Right, I know not to rotate and do things like that.

    Basically the main thing I'm struggling with is coding the camera:

    SET CAMERA POSITION TO:
    
    lerp(camerax, playerx, dt)
    lerp(camaeray, playery, dt)
    

    This is my usual go to for camera movement (with more advanced alterations here or there), but the pixels constantly get squished and go back to full size unless pixel rounding is on. If it IS on, then the camera stutters as it moves (because it's only moving in integers). Obviously I can just do set position playerx and y, but it's not as nice as moving the camera towards the player, and especially things like "dash" mechanics get tricky if the camera is stuck up your behind that closely.

  • Im not real clear on what you mean by squished. Moving a camera is either smooth, or jittery.

    You have most of the basic formula there, but the dt is a bit concerning.

    lerp(scrollx,target.x,speed*dt)

    lerp(scrolly,target.y,speed*dt)

    Where speed is in pixels per second.

    Now if you don't like the easing, you might try one of the other expressions like cosp(), but keep in mind you would have to change the speed.

  • Im not real clear on what you mean by squished. Moving a camera is either smooth, or jittery.

    You have most of the basic formula there, but the dt is a bit concerning.

    lerp(scrollx,target.x,speed*dt)

    lerp(scrolly,target.y,speed*dt)

    Where speed is in pixels per second.

    Now if you don't like the easing, you might try one of the other expressions like cosp(), but keep in mind you would have to change the speed.

    Honestly the more I research it, I believe it's due to the fact that I'm using Letterbox Scale instead of Letterbox Scale Integer. The problems go away, I just have to figure out a way to deal with the black bars which I'm not sure is possible in C3.

    What is concerning to you about dt? I think it's necessary depending on the framerate of the game to include it.

    Interesting about cosp(); I didn't know that was a thing. I'll try it out, thanks!

  • I fully understand your issue because I went through all what you went through above.

    I just gave up on crisp but filtered pixel art.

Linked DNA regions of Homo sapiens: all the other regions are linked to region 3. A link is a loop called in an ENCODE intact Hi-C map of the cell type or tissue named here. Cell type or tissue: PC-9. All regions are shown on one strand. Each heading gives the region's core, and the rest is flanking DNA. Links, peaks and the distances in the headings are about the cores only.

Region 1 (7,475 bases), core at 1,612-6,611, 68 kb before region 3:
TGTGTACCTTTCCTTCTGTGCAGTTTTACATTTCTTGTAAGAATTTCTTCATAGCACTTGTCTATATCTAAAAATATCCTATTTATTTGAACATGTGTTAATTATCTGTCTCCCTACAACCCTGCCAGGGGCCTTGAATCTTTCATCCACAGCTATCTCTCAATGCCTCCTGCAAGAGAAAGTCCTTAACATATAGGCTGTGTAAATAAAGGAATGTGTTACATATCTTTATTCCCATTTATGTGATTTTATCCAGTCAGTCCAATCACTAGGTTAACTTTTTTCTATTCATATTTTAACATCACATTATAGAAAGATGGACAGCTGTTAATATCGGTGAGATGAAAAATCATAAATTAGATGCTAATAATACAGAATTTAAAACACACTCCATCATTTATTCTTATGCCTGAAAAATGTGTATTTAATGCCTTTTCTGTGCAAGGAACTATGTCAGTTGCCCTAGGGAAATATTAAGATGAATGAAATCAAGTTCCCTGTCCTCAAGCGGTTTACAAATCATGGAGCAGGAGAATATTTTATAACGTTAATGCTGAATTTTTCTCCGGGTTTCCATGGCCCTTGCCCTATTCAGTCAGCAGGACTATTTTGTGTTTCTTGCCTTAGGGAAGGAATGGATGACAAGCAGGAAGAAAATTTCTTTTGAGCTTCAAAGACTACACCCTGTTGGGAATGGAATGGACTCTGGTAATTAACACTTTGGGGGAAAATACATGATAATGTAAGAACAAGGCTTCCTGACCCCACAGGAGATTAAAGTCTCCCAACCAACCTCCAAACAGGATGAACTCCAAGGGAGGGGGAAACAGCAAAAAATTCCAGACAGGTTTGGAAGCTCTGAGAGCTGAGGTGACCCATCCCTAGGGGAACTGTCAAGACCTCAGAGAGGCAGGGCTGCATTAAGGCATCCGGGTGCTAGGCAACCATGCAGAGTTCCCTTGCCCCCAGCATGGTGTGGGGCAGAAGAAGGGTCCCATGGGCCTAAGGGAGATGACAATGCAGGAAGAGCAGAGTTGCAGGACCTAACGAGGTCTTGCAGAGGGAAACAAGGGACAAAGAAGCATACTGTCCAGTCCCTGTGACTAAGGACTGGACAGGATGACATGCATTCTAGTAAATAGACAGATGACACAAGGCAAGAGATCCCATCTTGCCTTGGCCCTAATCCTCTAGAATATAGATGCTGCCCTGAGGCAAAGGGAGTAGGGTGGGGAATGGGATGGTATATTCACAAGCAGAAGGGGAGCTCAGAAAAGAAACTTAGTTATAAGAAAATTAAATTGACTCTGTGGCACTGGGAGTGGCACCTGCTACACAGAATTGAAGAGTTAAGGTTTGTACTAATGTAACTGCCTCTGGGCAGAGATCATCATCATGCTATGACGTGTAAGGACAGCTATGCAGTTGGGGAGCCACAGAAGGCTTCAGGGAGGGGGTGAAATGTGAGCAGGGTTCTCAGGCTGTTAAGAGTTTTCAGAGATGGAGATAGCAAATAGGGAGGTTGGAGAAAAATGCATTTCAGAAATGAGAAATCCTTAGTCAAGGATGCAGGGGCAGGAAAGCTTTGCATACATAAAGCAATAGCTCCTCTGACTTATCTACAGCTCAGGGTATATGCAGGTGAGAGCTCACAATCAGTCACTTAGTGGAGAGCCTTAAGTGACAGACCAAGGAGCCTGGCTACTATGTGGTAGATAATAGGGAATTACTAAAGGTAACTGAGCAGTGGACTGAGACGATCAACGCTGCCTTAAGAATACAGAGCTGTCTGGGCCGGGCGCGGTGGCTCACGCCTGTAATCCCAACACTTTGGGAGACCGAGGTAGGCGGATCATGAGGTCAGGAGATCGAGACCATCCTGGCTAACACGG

I think you may be on to something with the integer letterbox scale, to try to get rid of the black bars, try changing canvas size on runtime each time you change the fullscreen mode.

  • Rory - thats the problem. Everyone has tried to solve it, but no one has a solution. The most obvious one would be to use scale outer and then adjust the UI and other things as necessary, but I'm not sure how viable that is because I don't think it does an integer scale (and you could technically make the window super wide to see the entire layout).

    I just opened Dead Cells to see how the game looked. I noticed something interesting; the game itself is a stylized pixel game. But there are some high-res art pieces in there as well, which makes me think they're somehow scaling the game to a large resolution. And also the camera movement is as smooth as butter. No jerkiness, no distorted pixels.

    I'm at a loss!

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  • Perhaps they are using a 3d engine, so the sprites are polygons with a texture.

  • mOOnpunk - Either that, or they somehow have more control over the resolution/scaling settings.

    Part of the problem is that I absolutely LOVE construct's workflow, but I'm so afraid to release a game with it and see people complaining about the things I can't change (which has already happened twice).

  • This may not be the best workaround, but you can try using billinear filtering and then applying about a 20% sharpen on the pixel art layers or the entire game.

  • Dead Cells is 3d with literally pixel shaders.

    You don't have to use fullscreen you know.